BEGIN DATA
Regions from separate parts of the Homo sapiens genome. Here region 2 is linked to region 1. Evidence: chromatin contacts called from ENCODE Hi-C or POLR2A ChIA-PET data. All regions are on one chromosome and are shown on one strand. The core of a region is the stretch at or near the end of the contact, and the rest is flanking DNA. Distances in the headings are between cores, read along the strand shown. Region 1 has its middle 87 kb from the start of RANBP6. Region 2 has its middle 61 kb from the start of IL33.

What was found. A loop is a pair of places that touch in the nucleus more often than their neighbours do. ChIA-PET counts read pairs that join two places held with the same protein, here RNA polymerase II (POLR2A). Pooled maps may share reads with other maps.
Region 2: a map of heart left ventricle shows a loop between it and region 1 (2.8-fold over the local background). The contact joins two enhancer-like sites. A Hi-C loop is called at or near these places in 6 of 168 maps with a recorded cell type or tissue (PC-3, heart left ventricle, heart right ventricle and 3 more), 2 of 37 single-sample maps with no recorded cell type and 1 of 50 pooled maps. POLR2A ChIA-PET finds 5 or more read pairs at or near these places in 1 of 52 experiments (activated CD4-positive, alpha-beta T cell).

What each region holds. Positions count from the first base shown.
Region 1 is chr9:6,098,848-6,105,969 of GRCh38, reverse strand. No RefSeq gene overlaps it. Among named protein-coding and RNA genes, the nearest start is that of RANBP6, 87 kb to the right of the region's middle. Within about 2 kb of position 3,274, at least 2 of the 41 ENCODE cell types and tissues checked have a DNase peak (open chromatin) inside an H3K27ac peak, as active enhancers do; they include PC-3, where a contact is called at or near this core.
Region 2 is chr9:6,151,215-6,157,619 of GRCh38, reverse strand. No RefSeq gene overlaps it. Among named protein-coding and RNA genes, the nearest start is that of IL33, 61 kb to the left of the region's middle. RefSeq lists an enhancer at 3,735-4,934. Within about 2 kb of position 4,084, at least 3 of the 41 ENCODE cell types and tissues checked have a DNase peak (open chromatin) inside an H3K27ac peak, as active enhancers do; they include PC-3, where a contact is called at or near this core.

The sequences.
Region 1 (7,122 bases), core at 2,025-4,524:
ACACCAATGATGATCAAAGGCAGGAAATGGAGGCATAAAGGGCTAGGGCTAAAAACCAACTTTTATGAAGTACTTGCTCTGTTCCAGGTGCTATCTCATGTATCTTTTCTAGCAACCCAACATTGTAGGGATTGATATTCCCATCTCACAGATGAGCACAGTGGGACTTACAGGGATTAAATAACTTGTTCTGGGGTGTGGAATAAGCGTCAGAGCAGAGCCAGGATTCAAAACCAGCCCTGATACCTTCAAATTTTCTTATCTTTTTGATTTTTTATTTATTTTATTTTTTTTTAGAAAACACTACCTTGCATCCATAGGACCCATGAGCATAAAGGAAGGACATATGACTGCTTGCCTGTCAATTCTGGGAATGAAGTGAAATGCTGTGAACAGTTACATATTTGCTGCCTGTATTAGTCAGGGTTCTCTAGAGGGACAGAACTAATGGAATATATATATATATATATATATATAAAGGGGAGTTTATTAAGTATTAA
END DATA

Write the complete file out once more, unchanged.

Regions from separate parts of the Homo sapiens genome. Here region 2 is linked to region 1. Evidence: chromatin contacts called from ENCODE Hi-C or POLR2A ChIA-PET data. All regions are on one chromosome and are shown on one strand. The core of a region is the stretch at or near the end of the contact, and the rest is flanking DNA. Distances in the headings are between cores, read along the strand shown. Region 1 has its middle 87 kb from the start of RANBP6. Region 2 has its middle 61 kb from the start of IL33.

What was found. A loop is a pair of places that touch in the nucleus more often than their neighbours do. ChIA-PET counts read pairs that join two places held with the same protein, here RNA polymerase II (POLR2A). Pooled maps may share reads with other maps.
Region 2: a map of heart left ventricle shows a loop between it and region 1 (2.8-fold over the local background). The contact joins two enhancer-like sites. A Hi-C loop is called at or near these places in 6 of 168 maps with a recorded cell type or tissue (PC-3, heart left ventricle, heart right ventricle and 3 more), 2 of 37 single-sample maps with no recorded cell type and 1 of 50 pooled maps. POLR2A ChIA-PET finds 5 or more read pairs at or near these places in 1 of 52 experiments (activated CD4-positive, alpha-beta T cell).

What each region holds. Positions count from the first base shown.
Region 1 is chr9:6,098,848-6,105,969 of GRCh38, reverse strand. No RefSeq gene overlaps it. Among named protein-coding and RNA genes, the nearest start is that of RANBP6, 87 kb to the right of the region's middle. Within about 2 kb of position 3,274, at least 2 of the 41 ENCODE cell types and tissues checked have a DNase peak (open chromatin) inside an H3K27ac peak, as active enhancers do; they include PC-3, where a contact is called at or near this core.
Region 2 is chr9:6,151,215-6,157,619 of GRCh38, reverse strand. No RefSeq gene overlaps it. Among named protein-coding and RNA genes, the nearest start is that of IL33, 61 kb to the left of the region's middle. RefSeq lists an enhancer at 3,735-4,934. Within about 2 kb of position 4,084, at least 3 of the 41 ENCODE cell types and tissues checked have a DNase peak (open chromatin) inside an H3K27ac peak, as active enhancers do; they include PC-3, where a contact is called at or near this core.

The sequences.
Region 1 (7,122 bases), core at 2,025-4,524:
ACACCAATGATGATCAAAGGCAGGAAATGGAGGCATAAAGGGCTAGGGCTAAAAACCAACTTTTATGAAGTACTTGCTCTGTTCCAGGTGCTATCTCATGTATCTTTTCTAGCAACCCAACATTGTAGGGATTGATATTCCCATCTCACAGATGAGCACAGTGGGACTTACAGGGATTAAATAACTTGTTCTGGGGTGTGGAATAAGCGTCAGAGCAGAGCCAGGATTCAAAACCAGCCCTGATACCTTCAAATTTTCTTATCTTTTTGATTTTTTATTTATTTTATTTTTTTTTAGAAAACACTACCTTGCATCCATAGGACCCATGAGCATAAAGGAAGGACATATGACTGCTTGCCTGTCAATTCTGGGAATGAAGTGAAATGCTGTGAACAGTTACATATTTGCTGCCTGTATTAGTCAGGGTTCTCTAGAGGGACAGAACTAATGGAATATATATATATATATATATATATAAAGGGGAGTTTATTAAGTATTAA